Manouso: I don’t want to change the subject, but I give such credit to Geeta to trace having a yoga practice, in every stage of a woman’s life, despite her not having been pregnant….but her sensitivity was so great to allow her to follow and teach pregnant women. And watching him going from a boy to a young man, into a middle aged man, into a householder, into a widower and then having that many years of stretch of understanding of how the human body works. Thank goodness he lived so long. And he was on new ground. Old yogis were told to stop doing asanas at the age of 60. He said that he tried it and that it almost killed him. Those were his words, not mine. He told me: “This is not for me. I reject that. I have to pick my practice up again’. If you look at the photos of him in his 70’s and 80’s, what an inspiration. His backbends, his forward bends, his arm balances even, at those ages, were beyond belief. The comparison I have, and I don’t have a good one, is like walking on ice. If you and I see a lake that is covered over in ice, and then if I walk out on the ice and if you walk behind me, you’re a little safer because the ice tolerated me. His body tolerated it and then he could keep moving. When I see that a man of that age could still stand on his head, could still do full arm balance, could still do push up backbends, then I say, ‘You know what, there’s no ill effect for me. I watched the guy, I know he’s alive. Now I have to proceed with caution, knowing full well that someone has tested that ground’.

Bee: I was privileged to stand next to him during the Light on Life tour as a photographer. I’d like to bring that awareness of him as a man to the community because it changes things to see him and to realize he did this. Now he’s miles ahead of me, but he’s still a human being. You know, I could probably do a little more than I think. And for you, being so close with him, it must have been a constant inspiration.

Manouso: You know that he’s my mentor, he’s my teacher, he’s my guru. But we also have to protect, because people who look in from the outside, consider us maybe to be a cult. But the fact is that I do not consider him to be anything except the greatest man I ever met. And that kind of inspiration, how do I wrap my head around that information? Can I become a better human being because I witnessed a really good human being? Can I look at that man–he comes from a common upbringing. His brothers and sisters may have been really good people, but they did not have that world shaking thing that went on with that individual. Can I start to find that in myself, not because I was stuck being born into a family of immigrants or because we didn’t have any money? You dust yourself off, let me see if I can go further. That inspiration comes directly from him as well.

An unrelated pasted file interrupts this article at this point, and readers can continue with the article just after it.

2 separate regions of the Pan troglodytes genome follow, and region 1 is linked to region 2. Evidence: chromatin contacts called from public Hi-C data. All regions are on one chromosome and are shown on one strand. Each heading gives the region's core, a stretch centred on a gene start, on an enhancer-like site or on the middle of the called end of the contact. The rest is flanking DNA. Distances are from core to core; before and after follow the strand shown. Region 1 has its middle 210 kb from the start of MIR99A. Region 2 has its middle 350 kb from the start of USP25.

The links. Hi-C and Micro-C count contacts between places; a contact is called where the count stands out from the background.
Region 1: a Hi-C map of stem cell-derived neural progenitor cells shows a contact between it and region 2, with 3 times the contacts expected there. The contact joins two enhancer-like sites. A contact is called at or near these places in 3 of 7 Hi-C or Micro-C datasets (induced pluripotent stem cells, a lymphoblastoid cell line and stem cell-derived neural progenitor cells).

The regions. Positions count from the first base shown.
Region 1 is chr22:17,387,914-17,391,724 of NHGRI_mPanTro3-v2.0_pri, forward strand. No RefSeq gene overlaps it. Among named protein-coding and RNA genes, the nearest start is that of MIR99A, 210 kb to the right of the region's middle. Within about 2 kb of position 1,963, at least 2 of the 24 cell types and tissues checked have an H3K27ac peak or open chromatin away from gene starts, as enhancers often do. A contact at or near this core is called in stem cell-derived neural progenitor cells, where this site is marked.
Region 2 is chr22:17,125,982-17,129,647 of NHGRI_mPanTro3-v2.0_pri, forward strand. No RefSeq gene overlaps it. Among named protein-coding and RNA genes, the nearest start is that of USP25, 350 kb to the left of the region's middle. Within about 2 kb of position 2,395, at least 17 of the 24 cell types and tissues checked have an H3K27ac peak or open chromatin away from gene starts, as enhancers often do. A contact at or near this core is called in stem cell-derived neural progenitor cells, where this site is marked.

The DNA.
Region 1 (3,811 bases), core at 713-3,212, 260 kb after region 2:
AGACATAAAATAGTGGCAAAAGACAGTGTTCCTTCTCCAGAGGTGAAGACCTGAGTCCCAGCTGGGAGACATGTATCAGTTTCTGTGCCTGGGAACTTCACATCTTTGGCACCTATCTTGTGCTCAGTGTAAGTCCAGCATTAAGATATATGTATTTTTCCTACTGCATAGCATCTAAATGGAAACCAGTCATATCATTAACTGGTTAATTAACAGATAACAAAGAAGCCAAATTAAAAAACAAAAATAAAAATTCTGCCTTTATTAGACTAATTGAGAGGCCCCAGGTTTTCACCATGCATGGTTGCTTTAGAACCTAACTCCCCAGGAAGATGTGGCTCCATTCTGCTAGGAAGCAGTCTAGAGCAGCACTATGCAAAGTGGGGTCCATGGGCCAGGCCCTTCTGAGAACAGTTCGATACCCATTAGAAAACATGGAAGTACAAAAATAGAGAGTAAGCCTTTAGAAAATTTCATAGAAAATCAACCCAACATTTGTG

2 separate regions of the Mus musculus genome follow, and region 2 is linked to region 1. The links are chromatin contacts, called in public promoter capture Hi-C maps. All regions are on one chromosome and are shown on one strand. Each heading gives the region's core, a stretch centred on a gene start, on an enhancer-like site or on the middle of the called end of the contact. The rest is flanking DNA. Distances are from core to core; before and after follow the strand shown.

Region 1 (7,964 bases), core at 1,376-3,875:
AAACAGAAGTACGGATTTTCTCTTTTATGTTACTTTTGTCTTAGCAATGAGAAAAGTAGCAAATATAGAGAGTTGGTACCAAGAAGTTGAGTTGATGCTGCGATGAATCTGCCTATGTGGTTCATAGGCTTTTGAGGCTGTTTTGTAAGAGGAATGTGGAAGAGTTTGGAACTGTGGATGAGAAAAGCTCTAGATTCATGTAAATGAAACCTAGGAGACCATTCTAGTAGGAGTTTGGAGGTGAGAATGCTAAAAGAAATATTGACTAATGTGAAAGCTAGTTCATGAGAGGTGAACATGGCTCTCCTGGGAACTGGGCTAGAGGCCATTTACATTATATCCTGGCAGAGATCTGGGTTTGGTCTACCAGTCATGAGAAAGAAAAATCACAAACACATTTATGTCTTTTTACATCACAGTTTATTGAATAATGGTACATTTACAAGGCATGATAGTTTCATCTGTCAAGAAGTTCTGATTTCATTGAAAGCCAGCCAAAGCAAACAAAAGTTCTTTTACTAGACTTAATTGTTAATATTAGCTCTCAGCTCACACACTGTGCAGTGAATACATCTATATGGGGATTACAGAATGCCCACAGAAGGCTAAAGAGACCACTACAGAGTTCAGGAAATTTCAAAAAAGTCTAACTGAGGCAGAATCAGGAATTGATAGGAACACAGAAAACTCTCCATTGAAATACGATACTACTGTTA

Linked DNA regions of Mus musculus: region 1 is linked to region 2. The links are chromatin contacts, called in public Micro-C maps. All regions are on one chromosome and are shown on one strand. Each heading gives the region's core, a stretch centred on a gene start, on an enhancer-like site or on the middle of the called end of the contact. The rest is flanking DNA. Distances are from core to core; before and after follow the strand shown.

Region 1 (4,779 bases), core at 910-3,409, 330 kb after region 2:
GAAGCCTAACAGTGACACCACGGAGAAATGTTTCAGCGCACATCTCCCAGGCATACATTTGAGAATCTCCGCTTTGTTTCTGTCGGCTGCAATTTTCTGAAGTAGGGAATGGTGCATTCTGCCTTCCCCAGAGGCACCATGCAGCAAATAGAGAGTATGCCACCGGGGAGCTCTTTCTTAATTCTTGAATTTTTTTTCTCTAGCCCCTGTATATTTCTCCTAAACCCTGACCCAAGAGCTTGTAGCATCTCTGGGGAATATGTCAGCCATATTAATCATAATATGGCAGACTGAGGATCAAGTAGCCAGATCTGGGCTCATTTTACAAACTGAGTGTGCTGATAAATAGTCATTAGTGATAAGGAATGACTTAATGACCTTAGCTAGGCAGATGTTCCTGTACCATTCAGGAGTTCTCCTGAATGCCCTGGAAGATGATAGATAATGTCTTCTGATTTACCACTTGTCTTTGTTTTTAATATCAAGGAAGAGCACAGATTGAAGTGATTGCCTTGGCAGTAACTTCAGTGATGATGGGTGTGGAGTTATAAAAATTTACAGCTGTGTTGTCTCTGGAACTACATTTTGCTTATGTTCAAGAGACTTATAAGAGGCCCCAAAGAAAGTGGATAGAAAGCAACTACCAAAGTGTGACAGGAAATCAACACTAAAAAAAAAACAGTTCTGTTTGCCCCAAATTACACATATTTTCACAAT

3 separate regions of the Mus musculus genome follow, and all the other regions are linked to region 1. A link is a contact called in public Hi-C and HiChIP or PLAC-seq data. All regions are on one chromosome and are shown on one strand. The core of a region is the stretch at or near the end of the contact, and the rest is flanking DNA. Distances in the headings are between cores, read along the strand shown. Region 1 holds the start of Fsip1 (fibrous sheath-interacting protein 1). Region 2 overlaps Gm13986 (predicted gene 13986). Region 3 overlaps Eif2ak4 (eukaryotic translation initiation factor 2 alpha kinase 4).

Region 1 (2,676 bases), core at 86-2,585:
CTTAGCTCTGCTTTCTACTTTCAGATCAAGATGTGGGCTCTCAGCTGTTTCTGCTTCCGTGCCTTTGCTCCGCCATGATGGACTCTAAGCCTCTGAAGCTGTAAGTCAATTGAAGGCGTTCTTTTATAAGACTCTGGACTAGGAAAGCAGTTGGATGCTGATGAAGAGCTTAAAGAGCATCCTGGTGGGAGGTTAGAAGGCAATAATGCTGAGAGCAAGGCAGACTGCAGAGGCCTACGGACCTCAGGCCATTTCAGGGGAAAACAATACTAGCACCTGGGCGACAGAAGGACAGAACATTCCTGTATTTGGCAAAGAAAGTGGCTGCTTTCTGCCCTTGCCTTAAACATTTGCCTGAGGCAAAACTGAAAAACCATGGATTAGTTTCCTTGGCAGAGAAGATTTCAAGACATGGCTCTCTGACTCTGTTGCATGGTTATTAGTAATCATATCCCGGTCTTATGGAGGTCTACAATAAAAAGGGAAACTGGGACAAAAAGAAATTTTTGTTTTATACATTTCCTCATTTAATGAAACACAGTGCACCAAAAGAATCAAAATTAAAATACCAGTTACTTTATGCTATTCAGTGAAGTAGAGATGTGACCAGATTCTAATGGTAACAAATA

Viparita Karani on Dwipada Viparita Dandasana bench with legs on the “horse”

Bee: People may not know what a true revolutionary he was.

Manouso: He will never be given the credit that he truly deserves for changing the earth. He was the one who again, changed and morphed it enough so that it wasn’t just palatable but exciting for the 20th and 21st century…to have somebody doing that. I never heard this story until after he had passed: Someone told me that they had asked him what would happen to yoga after he was gone and he said it would go on. Then they asked, well, what happens after it falls? He said, then someone will be born, and they will revolutionize it. He had no question about who he was. Whether you believe in reincarnation is inconsequential. His birth in particular changed a subject and brought it into the modern era. There might be another person in 100 or 200 years, that it’s necessary to dust it off, change it back, or change it forward, and to help people for the next couple of generations after that.

Bee: The changes he made, were the things that allowed the purity of it continue.

Manouso: I consider him to be a 500 year yogi. In other words, you get one of those people who’s such a whirlwind that they take the subject and bring it back to reality again.

Manouso Manos is one of the most capable and experienced of the Senior Iyengar Yoga Teachers. He holds one of only two Advanced Senior certificates granted worldwide by B.K.S/Iyengar. He began his studies with Sri B.K.S. Iyengar in 1976, and served as chairperson for the First International Iyengar Yoga Convention in 1984. After numerous trips to Pune, India and nearly 4 decades of personal practice, his understanding of and insights into Iyengar Yoga are conveyed with authenticity and precision.